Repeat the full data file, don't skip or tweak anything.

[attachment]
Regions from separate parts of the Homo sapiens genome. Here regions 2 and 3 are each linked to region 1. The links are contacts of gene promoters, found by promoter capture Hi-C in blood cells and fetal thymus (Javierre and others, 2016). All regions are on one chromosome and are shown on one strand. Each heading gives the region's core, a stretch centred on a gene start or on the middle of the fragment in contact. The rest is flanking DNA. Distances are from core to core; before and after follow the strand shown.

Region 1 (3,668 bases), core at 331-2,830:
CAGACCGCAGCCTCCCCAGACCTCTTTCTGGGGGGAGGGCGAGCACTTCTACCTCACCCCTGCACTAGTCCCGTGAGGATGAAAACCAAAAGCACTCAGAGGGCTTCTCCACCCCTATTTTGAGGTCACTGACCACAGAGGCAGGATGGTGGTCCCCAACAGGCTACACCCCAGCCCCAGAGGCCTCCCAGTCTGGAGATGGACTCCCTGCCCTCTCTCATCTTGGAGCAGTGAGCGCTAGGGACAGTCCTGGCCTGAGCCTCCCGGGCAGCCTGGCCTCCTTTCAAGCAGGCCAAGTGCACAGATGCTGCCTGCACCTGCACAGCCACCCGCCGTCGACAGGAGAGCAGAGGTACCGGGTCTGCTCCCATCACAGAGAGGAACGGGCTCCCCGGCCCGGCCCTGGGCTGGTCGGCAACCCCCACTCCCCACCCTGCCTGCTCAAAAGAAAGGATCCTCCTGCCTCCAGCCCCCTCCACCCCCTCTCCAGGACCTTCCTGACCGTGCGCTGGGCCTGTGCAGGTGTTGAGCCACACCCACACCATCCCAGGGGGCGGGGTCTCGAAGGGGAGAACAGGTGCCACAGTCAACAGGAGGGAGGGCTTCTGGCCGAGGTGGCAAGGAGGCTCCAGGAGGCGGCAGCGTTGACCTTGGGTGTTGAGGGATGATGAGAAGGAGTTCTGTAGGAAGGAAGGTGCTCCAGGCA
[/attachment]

Regions from separate parts of the Homo sapiens genome. Here regions 2 and 3 are each linked to region 1. The links are contacts of gene promoters, found by promoter capture Hi-C in blood cells and fetal thymus (Javierre and others, 2016). All regions are on one chromosome and are shown on one strand. Each heading gives the region's core, a stretch centred on a gene start or on the middle of the fragment in contact. The rest is flanking DNA. Distances are from core to core; before and after follow the strand shown.

Region 1 (3,668 bases), core at 331-2,830:
CAGACCGCAGCCTCCCCAGACCTCTTTCTGGGGGGAGGGCGAGCACTTCTACCTCACCCCTGCACTAGTCCCGTGAGGATGAAAACCAAAAGCACTCAGAGGGCTTCTCCACCCCTATTTTGAGGTCACTGACCACAGAGGCAGGATGGTGGTCCCCAACAGGCTACACCCCAGCCCCAGAGGCCTCCCAGTCTGGAGATGGACTCCCTGCCCTCTCTCATCTTGGAGCAGTGAGCGCTAGGGACAGTCCTGGCCTGAGCCTCCCGGGCAGCCTGGCCTCCTTTCAAGCAGGCCAAGTGCACAGATGCTGCCTGCACCTGCACAGCCACCCGCCGTCGACAGGAGAGCAGAGGTACCGGGTCTGCTCCCATCACAGAGAGGAACGGGCTCCCCGGCCCGGCCCTGGGCTGGTCGGCAACCCCCACTCCCCACCCTGCCTGCTCAAAAGAAAGGATCCTCCTGCCTCCAGCCCCCTCCACCCCCTCTCCAGGACCTTCCTGACCGTGCGCTGGGCCTGTGCAGGTGTTGAGCCACACCCACACCATCCCAGGGGGCGGGGTCTCGAAGGGGAGAACAGGTGCCACAGTCAACAGGAGGGAGGGCTTCTGGCCGAGGTGGCAAGGAGGCTCCAGGAGGCGGCAGCGTTGACCTTGGGTGTTGAGGGATGATGAGAAGGAGTTCTGTAGGAAGGAAGGTGCTCCAGGCA